High blood pressure (aka hypertension) is called “the silent killer” because you can have high blood pressure and not have any symptoms. If left untreated, high blood pressure can lead to life-threatening medical problems. The American Heart Association’s most recent statistics (2017) show the following:
- 78 million adults in the US (1 out of every 3 adults) have high blood pressure
- 60 million adults in the US have pre-hypertension (a precursor to high blood pressure)
- only 52.5% have it controlled (using allopathic medicine’s definition)
- a higher percentage of men (than women) have high blood pressure until age 45. From ages 45-64 the percentage of men and women is similar – after that a higher percentage of women than men have high blood pressure
The US Centers for Disease Control (CDC), predict that 90% of US adults 55 years and older will develop high blood pressure in their lifetime.
Blood pressure is the force of blood pushing against the walls of the arteries. Your blood pressure reading is expressed with two numbers – for example 120/80. The first number known as systolic blood pressure – is a measurement of the force your blood exerts on blood vessel walls (arteries) – as your heart pumps. The second number – known as diastolic blood pressure- measures the force that blood exerts on blood vessel walls when the heart is at rest between beats. High blood pressure means your heart is pumping harder than normal to move blood through your body – which can lead to serious health problems.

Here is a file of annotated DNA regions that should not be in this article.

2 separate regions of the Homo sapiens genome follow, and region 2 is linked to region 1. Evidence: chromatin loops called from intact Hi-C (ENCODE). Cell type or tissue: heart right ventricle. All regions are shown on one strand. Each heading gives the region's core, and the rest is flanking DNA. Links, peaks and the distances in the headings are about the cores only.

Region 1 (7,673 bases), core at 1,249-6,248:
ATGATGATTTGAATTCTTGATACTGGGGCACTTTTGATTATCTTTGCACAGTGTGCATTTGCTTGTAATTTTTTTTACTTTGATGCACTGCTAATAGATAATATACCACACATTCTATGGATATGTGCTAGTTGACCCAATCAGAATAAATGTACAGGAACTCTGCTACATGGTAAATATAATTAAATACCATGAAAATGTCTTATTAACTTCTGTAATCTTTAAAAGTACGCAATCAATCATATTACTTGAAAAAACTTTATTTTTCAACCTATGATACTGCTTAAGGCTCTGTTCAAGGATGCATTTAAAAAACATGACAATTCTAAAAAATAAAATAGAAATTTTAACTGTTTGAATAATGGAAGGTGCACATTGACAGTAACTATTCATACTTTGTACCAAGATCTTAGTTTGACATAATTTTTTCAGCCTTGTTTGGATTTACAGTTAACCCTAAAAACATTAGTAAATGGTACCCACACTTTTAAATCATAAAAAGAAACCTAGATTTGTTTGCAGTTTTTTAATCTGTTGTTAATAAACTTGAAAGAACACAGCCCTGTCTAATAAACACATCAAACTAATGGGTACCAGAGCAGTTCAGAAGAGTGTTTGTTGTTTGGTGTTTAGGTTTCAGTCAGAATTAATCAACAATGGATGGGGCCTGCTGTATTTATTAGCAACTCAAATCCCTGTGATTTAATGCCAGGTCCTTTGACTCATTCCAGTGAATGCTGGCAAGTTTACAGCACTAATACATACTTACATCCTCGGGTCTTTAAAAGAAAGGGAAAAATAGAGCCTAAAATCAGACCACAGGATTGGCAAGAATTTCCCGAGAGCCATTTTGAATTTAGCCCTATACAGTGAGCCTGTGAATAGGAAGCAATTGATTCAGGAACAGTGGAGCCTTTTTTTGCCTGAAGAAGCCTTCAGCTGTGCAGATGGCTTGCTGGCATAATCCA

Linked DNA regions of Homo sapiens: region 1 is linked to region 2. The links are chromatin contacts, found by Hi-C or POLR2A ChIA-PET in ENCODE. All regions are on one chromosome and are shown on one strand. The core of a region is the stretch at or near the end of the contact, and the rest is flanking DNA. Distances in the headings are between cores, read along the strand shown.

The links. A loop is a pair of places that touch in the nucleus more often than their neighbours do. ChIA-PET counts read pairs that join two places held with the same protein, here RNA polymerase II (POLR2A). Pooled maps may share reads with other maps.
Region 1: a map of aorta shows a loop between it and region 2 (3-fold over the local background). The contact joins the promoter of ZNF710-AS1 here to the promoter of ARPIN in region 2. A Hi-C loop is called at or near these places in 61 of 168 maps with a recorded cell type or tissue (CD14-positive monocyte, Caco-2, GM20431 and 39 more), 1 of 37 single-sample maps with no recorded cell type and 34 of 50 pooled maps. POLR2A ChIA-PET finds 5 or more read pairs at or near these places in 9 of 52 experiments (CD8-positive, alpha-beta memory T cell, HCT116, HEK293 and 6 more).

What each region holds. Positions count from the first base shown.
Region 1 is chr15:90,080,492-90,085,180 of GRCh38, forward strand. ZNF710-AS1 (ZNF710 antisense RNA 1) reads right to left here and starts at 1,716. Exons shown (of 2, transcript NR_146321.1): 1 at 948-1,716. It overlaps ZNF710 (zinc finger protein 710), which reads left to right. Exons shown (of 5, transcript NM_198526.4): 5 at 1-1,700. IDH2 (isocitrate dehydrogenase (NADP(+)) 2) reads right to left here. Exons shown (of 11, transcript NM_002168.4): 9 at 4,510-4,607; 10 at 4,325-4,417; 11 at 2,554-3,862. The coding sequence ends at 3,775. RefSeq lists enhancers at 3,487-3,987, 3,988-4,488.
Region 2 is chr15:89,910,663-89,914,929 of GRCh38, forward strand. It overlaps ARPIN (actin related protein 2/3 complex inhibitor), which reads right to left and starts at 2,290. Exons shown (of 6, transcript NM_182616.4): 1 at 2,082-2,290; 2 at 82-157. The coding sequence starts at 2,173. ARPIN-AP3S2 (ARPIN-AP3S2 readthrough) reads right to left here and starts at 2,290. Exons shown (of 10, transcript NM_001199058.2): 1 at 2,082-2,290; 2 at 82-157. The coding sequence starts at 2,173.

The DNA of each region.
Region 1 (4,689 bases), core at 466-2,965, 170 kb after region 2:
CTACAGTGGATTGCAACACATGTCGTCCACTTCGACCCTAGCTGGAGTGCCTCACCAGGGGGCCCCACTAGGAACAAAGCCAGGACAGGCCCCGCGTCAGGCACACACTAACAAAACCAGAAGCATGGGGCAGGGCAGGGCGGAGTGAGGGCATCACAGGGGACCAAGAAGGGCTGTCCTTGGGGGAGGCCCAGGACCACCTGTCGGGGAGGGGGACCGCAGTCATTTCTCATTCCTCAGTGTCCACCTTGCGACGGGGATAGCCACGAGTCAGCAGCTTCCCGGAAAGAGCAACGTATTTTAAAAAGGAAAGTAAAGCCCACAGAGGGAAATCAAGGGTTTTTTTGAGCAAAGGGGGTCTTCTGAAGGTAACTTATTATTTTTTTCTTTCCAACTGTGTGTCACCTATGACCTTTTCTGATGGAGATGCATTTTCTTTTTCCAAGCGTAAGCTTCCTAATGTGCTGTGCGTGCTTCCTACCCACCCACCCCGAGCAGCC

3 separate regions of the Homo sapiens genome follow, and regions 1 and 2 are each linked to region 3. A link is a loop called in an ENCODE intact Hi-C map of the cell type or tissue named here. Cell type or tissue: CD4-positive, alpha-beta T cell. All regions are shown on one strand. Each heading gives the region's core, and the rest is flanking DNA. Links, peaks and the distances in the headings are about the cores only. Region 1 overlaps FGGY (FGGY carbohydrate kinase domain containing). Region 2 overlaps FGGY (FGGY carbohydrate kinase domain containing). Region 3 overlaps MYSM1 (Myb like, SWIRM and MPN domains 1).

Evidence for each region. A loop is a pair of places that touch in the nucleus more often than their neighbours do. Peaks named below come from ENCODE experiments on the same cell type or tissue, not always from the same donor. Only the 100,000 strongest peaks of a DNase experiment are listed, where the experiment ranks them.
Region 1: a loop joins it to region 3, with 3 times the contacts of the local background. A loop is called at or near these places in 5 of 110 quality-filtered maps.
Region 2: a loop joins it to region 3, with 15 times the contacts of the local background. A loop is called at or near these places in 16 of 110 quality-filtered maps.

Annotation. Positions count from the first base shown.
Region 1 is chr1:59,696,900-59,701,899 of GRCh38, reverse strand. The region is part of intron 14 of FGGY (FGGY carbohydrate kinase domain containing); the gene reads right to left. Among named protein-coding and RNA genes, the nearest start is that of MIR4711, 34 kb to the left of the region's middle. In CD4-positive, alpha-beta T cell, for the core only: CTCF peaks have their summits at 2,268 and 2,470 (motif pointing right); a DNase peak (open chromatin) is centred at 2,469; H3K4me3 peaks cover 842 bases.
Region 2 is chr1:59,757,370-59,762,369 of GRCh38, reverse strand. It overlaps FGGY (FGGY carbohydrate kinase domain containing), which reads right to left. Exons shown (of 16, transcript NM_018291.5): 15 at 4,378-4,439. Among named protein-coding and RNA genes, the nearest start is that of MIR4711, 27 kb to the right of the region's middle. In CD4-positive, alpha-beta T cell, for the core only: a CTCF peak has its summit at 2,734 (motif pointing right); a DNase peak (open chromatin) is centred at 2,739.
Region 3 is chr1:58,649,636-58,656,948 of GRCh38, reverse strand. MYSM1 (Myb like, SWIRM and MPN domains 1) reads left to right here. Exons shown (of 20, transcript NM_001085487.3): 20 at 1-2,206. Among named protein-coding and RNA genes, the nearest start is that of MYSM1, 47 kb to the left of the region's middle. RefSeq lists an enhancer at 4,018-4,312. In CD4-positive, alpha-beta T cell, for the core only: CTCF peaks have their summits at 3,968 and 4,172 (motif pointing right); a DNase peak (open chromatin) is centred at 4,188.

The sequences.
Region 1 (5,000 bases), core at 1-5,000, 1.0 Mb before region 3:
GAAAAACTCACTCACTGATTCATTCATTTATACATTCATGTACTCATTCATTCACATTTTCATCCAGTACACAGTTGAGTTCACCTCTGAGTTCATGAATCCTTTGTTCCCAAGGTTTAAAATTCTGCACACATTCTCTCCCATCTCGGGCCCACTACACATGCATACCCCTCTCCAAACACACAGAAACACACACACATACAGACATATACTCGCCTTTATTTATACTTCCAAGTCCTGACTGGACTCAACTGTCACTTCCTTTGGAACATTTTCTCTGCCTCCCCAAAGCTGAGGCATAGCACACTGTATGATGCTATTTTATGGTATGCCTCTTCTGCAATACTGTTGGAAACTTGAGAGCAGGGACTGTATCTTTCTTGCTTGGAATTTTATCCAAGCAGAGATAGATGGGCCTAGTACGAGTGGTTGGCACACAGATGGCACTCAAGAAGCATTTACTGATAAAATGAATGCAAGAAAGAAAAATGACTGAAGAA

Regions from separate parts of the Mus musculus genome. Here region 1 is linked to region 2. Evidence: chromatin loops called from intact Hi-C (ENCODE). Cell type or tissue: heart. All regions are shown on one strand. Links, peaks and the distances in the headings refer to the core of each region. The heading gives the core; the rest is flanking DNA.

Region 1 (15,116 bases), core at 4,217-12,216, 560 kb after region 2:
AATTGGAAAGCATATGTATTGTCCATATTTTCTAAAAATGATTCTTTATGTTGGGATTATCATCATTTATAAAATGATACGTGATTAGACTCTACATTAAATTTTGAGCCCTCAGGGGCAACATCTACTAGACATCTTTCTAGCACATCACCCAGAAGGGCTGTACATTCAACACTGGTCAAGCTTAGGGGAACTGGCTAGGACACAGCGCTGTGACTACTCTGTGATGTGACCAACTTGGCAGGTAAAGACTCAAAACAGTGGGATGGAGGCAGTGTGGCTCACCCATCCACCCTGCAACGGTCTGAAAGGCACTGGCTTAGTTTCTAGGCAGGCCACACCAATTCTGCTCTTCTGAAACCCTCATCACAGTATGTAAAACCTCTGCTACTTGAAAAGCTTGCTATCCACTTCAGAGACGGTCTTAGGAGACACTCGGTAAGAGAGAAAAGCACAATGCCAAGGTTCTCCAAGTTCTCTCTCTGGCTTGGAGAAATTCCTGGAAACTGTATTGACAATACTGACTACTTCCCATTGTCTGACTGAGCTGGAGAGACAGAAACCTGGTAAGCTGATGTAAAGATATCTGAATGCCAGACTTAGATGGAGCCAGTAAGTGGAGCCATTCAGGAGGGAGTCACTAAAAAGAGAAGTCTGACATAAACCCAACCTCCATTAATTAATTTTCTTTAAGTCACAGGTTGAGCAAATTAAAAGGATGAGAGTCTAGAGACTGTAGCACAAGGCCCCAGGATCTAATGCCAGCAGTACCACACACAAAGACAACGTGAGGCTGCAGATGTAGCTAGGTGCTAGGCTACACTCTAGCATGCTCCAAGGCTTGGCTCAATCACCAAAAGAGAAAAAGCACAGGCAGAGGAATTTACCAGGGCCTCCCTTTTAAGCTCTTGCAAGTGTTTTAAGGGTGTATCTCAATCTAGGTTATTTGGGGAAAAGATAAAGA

Since high blood pressure is a major risk factor for heart disease, stroke, congestive heart failure and kidney disease – it is also a factor in millions of additional deaths each year (Roger 2011).
Many doctors who practice allopathic or mainstream medicine, have misled and contribute to the ongoing human health crisis of this serious condition – by defining what constitutes high blood pressure. The medical establishment defines high blood pressure as 139/89 mmHg or higher. However in 2006, researchers found that blood pressure ranging from 120-129 mmHg systolic and 80-84 mmHg diastolic were associated with an 81% higher risk of cardiovascular disease (CVD) compared to levels less than 120/80 mmHg. Additionally, blood pressure levels of 130-139/85-89 mmHg were associated with a133% greater risk of CVD – compared with levels below 120/80 mmHg (Kashinsagar 2006). Cardiovascular disease is the number one killer of both men and women in the US.